With jury selection completed in the criminal manslaughter trial of Brooklyn Center police officer Kim Potter for the slaying of Daunte Wright and the trial beginning today, I recalled the discussion I had during one of my periodic visits with the late Minnesota Federal Court Judge Earl R. Larson, shortly before he passed away. I asked him if he felt that any of the hundreds of juries he presided over during his 40 years on the bench reached an incorrect verdict.
The iconic jurist, who died 20 years ago this fall, was known for many landmark legal rulings, several of which I participated in during my 1 1/2 years as his law clerk. They included desegregating the Minneapolis Fire Department, establishing revised boundaries and transportation policies for public school students to advance racial integration, requiring improved conditions in state-run facilities for the disabled, and bringing about the beginning of free agency for professional athletes, among other matters. But in addition to his rulings from the bench, he oversaw numerous jury trials, ranging from massive civil antitrust cases to prosecutions of Vietnam War draft evaders, which prompted my inquiry.
Twirling his ever-present Dutch Masters cigar, he responded to my question in his characteristically laconic fashion: “Only one.”
He then mentioned, upon further questioning by me, that it involved a relatively mundane bankruptcy fraud case in which a man was criminally convicted for failing to fully disclose all of his assets.
Otherwise, he was satisfied that all of the other jury verdicts he oversaw were correct.
This view, I have come to appreciate in talking to other jurists, prosecutors, criminal defense attorneys and by my own experience as well, is shared by frequent participants in litigation, both civil and especially criminal proceedings.
Three recent cases
I was reminded of that realization in connection with the jury rulings in three high-profile cases within the last couple of weeks. Two were the criminal murder cases against Kyle Rittenhouse in Wisconsin and the slaying of Ahmaud Arbery by three men in Georgia; the other was the civil lawsuit by nine people injured in the white supremacist rally in Charlottesville, Virginia, in 2017 which President Biden later said led him to run for the presidency due to the hesitancy by President Donald Trump to condemn the pro-Confederate calumny.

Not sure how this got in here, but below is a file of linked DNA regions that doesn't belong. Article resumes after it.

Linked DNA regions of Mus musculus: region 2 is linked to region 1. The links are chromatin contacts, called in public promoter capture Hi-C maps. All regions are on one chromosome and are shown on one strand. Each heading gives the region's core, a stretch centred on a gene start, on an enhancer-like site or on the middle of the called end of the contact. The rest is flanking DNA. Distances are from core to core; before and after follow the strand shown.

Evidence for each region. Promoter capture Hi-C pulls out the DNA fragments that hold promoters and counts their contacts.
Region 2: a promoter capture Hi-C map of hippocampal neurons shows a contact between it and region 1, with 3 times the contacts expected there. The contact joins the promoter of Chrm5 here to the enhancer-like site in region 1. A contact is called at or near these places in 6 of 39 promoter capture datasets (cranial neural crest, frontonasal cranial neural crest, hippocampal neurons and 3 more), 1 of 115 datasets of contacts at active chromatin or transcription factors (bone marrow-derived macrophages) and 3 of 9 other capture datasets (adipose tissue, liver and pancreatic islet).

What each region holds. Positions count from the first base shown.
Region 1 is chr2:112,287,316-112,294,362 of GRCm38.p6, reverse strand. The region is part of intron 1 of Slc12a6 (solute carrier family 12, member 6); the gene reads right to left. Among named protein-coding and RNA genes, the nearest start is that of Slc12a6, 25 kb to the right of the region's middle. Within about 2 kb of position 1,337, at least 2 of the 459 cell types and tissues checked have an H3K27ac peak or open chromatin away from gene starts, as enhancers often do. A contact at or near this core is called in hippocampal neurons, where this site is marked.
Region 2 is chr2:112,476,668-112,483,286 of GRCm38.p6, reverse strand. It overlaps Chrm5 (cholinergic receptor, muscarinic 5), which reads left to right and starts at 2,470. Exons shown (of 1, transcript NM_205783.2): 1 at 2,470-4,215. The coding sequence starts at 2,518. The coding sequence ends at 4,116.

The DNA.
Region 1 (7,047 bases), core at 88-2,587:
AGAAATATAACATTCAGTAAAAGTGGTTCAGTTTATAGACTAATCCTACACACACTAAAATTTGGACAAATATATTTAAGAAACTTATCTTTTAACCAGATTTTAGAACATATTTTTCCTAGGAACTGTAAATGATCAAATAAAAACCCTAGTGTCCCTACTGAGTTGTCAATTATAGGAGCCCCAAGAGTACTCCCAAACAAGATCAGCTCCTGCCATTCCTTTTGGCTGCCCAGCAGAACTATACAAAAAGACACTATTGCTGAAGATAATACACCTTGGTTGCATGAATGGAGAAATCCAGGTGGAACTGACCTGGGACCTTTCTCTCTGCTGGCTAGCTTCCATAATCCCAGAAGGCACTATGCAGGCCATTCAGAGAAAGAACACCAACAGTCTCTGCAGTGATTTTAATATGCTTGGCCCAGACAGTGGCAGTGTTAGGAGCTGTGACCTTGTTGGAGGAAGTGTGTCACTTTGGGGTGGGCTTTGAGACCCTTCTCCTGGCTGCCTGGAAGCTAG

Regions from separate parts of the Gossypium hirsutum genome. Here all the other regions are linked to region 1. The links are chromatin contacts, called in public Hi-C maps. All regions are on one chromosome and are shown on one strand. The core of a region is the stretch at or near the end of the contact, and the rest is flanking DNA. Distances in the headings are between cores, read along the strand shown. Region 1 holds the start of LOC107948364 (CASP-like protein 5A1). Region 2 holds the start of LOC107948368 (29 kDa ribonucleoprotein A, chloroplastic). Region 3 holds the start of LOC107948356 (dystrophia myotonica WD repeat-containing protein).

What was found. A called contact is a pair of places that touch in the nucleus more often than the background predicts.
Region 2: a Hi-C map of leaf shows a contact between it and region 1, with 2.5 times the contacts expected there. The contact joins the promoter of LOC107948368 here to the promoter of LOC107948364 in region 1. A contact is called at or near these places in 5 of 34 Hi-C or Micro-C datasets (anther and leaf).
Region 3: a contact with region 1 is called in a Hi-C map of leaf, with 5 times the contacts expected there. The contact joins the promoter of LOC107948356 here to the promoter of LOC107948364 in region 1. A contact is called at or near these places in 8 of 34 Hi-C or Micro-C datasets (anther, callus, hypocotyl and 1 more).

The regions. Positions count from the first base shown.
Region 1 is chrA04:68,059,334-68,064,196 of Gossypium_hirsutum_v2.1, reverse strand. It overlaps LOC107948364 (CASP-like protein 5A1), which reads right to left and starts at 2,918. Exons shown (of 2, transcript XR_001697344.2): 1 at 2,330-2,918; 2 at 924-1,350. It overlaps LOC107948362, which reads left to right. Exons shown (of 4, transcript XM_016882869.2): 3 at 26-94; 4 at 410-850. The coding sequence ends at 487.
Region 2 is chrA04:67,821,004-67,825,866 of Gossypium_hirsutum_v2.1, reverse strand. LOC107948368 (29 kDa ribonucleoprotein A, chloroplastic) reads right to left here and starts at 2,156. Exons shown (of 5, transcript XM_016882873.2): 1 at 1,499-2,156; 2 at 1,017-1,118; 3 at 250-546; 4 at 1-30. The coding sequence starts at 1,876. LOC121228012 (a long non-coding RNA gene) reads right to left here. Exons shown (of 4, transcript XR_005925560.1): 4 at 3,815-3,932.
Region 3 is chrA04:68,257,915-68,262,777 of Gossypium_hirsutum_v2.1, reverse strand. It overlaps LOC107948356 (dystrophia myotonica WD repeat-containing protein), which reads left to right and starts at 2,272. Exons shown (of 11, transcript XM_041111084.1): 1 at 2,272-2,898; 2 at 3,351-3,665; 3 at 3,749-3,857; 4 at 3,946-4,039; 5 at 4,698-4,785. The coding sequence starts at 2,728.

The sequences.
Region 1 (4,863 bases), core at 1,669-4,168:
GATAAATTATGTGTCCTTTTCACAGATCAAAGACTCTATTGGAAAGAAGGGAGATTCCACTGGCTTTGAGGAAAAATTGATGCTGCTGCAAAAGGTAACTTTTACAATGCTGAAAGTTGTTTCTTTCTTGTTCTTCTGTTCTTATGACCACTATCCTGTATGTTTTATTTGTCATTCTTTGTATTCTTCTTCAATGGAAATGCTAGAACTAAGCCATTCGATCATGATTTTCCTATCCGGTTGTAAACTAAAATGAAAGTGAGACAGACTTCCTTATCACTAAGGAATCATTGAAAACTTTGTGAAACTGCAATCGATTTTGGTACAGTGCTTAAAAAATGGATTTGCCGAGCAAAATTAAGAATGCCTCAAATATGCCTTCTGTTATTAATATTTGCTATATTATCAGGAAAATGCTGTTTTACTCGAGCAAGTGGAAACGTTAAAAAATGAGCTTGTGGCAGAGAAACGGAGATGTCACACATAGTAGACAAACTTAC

All three proceedings were imbued with racial friction, were brought against white defendants on behalf of Black people or those who supported them, were decided by primarily white jurors and yielded mixed results. Using a self-defense claim, Rittenhouse was acquitted of killing two white men and injuring another with his AK-47 rifle protesting a police shooting of an unarmed Black man, elevating him to iconic status in some right-wing quarters. The three Georgia men were convicted of various murder charges for the shooting of Arbery, an unarmed Black man jogging in a mainly white neighborhood. And the nine claimants in the Charlottesville case were awarded nearly $26 million, an amount that they probably will never come close to collecting from their 17 defendants (12 individuals and five white nationalist organizations).